What does it mean to live in the Midwest, to grow up in a small, dead-end town overshadowed by a nearby metropolis? Appleton, Wisconsin's Tenement seem to provide an answer on Napalm Dream, which embodies a particular Midwest sound while creating its own particular contribution to the cultural landscape/wasteland of Wisconsin and similar areas. Hüsker Dü and the Replacements are the immediate sonic influences, but while Tenement pay tribute to each of their unique sounds, they end up sounding like neither. Instead, they combine the twang of the Mats with the early crunch-and-solo of Dinosaur Jr. and a subtle nod to the most tender Descendents ballads.
The packaging further develops Napalm Dream into a cohesive and unique aesthetic. Rather than using Photoshop, Tenement have a fetish for a distinctive collage art, which uses cutouts from the '50s and '60s to represent suburban and small-town, middle-class aspirations and (obviously) the American Dream, which as it turns out may be more toxic and complicated than thought at the time. The hopeful expressions of the women, men and children on the sleeve contrast with the empty stares of guitarist/drummer/vocalist Amos Pitsch and bassist Jesse Ponkamo on the insert.
The A side of the record begins with “Stupid Werld”, which derides the (you guessed it) stupid world, backed with a harmony of “ahh"s and ample feedback. But as the song breaks down into a chunky bassline, more feedback, and a simple punk beat, the unique creation of Tenement shines. “All these cowards in this room / staring blankly at their shoes / I wish that there was more I could say to you” sounds like a direct address to the punk scene while simultaneously highlighting the band’s only minor contributions. The song then punches into its cathartic group-vocals outro: “living in a napalm dream,” echoed by striking female vocals.
The record continues with the upbeat “Simple Things,” as well as fan favorite “Earwig” and “City Bus #30”, which many will recognize from the split 7” with Used Kids and the False Teeth 7”, respectively. Interspersed are quieter and shorter lo-fi tunes like “Dreaming out Loud” and “When Time Caught Up”, which provide an offbeat contrast to the incredible pop tunes.
The B side begins with the infectious “Rock Eating People” and solo-laden “Blammo”, but the last three songs are by far the highlight of this record. “Skyscraper” contains the incredible chorus “I guess I’ll see you around / somewhere in the guts of this stupid old town,” perfectly embodying the entrapping ability of the digestive tract of middle America. “Death in the Family” slows the pace a bit, but contains some innovative guitar work involving de/re-tuning mid-solo. Closer “Schadenfreude” begins with a depressing spoken-word piece, again referencing the failure of reality in the face of our dreams. “Schadenfreude” comes out of nowhere with a classic hardcore homage written and sung by Jesse, anchored by a concise “Fuck with me? / Fuck you.” But the song dissolves in a totally unexpected way, into a bass groove with backing female vocals, this time with some sparse piano chords. With a giant breath and a rattle of drums and items dropped on the floor, the song seems to head towards another giant chorus or solo. But instead it leaves only silence and the desire to flip over the record and start again.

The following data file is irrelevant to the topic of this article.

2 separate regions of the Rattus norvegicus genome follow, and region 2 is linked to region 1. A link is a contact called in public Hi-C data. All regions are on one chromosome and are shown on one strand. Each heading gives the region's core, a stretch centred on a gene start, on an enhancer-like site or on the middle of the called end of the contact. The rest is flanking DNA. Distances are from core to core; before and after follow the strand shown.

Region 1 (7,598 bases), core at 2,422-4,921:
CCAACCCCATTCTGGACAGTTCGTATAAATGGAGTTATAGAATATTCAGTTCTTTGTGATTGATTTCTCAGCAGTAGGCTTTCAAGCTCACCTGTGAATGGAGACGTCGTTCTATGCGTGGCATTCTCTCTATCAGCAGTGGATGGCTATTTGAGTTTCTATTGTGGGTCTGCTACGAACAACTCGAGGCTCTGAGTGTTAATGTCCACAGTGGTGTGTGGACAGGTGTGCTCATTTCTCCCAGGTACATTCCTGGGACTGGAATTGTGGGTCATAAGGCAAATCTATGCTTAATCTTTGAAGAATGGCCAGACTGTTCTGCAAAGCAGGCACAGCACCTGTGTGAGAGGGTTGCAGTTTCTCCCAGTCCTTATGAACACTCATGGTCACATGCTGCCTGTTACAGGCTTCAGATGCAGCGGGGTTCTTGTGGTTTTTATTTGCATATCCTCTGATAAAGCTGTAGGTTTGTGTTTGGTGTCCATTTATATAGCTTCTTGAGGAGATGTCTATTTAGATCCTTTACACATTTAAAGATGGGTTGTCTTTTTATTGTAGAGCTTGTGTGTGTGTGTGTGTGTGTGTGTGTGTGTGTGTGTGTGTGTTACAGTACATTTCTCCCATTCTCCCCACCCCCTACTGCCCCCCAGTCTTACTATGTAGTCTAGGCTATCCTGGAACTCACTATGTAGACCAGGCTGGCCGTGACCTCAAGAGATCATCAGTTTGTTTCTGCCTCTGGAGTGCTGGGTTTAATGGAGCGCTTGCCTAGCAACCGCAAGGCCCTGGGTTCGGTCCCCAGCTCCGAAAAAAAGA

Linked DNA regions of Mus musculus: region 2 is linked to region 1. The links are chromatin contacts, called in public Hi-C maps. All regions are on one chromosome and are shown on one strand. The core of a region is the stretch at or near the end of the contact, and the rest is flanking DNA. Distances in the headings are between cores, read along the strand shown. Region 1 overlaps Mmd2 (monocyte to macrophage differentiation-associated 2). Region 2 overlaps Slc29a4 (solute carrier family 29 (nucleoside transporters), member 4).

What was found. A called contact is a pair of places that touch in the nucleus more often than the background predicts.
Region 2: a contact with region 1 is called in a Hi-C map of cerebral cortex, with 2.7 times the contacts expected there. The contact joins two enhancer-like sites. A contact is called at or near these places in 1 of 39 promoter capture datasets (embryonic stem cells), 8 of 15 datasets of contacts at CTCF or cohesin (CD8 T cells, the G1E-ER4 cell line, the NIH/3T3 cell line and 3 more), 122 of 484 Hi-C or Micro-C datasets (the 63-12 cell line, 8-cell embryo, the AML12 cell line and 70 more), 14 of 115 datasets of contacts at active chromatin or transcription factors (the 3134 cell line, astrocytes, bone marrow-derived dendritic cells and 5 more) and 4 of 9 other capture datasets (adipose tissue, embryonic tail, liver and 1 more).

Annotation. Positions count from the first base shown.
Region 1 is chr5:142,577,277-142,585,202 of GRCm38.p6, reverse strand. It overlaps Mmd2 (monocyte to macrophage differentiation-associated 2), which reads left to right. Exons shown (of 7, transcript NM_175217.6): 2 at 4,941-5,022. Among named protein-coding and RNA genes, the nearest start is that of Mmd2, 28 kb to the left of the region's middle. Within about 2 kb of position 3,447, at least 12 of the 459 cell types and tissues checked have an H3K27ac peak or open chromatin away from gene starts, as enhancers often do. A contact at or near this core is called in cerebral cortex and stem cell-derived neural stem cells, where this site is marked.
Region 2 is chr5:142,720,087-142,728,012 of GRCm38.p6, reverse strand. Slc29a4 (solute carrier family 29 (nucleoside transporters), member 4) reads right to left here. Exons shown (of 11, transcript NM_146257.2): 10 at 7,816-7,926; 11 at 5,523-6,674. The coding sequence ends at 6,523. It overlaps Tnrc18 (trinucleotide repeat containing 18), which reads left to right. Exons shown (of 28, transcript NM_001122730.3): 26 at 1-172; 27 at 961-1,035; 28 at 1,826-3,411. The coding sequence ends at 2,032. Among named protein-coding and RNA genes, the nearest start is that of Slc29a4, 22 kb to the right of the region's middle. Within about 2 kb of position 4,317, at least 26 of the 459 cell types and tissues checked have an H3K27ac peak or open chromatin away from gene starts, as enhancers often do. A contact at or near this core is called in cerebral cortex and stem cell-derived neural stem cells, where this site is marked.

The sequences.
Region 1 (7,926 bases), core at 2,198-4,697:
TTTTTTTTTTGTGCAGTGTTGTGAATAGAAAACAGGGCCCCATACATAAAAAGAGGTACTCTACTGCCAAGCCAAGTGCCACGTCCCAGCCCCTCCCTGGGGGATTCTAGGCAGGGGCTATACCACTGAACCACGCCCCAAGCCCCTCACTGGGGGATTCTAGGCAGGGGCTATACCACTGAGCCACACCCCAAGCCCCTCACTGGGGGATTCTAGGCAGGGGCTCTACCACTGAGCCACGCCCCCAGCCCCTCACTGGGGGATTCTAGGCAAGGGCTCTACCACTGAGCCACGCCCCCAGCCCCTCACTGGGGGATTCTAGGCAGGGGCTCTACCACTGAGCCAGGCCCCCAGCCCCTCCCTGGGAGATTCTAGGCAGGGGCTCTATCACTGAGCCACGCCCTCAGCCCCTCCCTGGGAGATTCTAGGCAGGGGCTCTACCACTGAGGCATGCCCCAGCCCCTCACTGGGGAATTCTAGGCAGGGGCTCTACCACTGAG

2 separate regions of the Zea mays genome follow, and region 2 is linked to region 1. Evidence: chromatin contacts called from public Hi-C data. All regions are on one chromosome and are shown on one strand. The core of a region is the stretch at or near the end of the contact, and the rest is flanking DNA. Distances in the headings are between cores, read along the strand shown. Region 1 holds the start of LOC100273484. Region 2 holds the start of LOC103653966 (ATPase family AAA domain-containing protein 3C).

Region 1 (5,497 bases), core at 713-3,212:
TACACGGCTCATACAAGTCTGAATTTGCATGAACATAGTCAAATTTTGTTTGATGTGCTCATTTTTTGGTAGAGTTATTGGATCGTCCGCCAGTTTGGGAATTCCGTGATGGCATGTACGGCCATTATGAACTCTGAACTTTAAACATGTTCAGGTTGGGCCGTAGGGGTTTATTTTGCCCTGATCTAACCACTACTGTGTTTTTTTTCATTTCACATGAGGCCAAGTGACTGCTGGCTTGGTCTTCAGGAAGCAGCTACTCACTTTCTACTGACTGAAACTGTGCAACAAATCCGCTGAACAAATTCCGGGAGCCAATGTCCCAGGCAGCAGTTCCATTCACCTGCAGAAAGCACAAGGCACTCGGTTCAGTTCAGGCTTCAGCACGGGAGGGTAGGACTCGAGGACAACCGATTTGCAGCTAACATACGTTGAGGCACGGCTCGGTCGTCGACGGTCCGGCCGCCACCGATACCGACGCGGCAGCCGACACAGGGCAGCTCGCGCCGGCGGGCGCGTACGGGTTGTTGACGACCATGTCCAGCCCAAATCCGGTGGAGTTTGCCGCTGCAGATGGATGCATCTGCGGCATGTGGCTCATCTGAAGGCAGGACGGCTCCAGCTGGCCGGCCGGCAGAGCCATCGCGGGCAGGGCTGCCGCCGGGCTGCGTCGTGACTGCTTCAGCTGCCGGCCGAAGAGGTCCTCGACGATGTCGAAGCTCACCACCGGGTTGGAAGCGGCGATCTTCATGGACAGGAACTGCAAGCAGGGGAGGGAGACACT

The reason Napalm Dream succeeds where similar albums fail is because it feels complete, like effort was put into the lyrics, images, and music in ways that go beyond the half-assed pop-punk “beer and girls” that has become a (beloved) standard. In some ways, the record makes a connection between the ways in which punk itself has come to reflect the failings of the American Dream and our attempts to live with this “stupid world.” Yet the tone is not quite critical of either punk or nostalgic pretensions; rather, Napalm Dream seems to reference these aspirations in a way that brings out their tensions, contradictions and impossibility, all reinforced by deft and powerful songwriting.
SP and Hang Up co-released the CD version.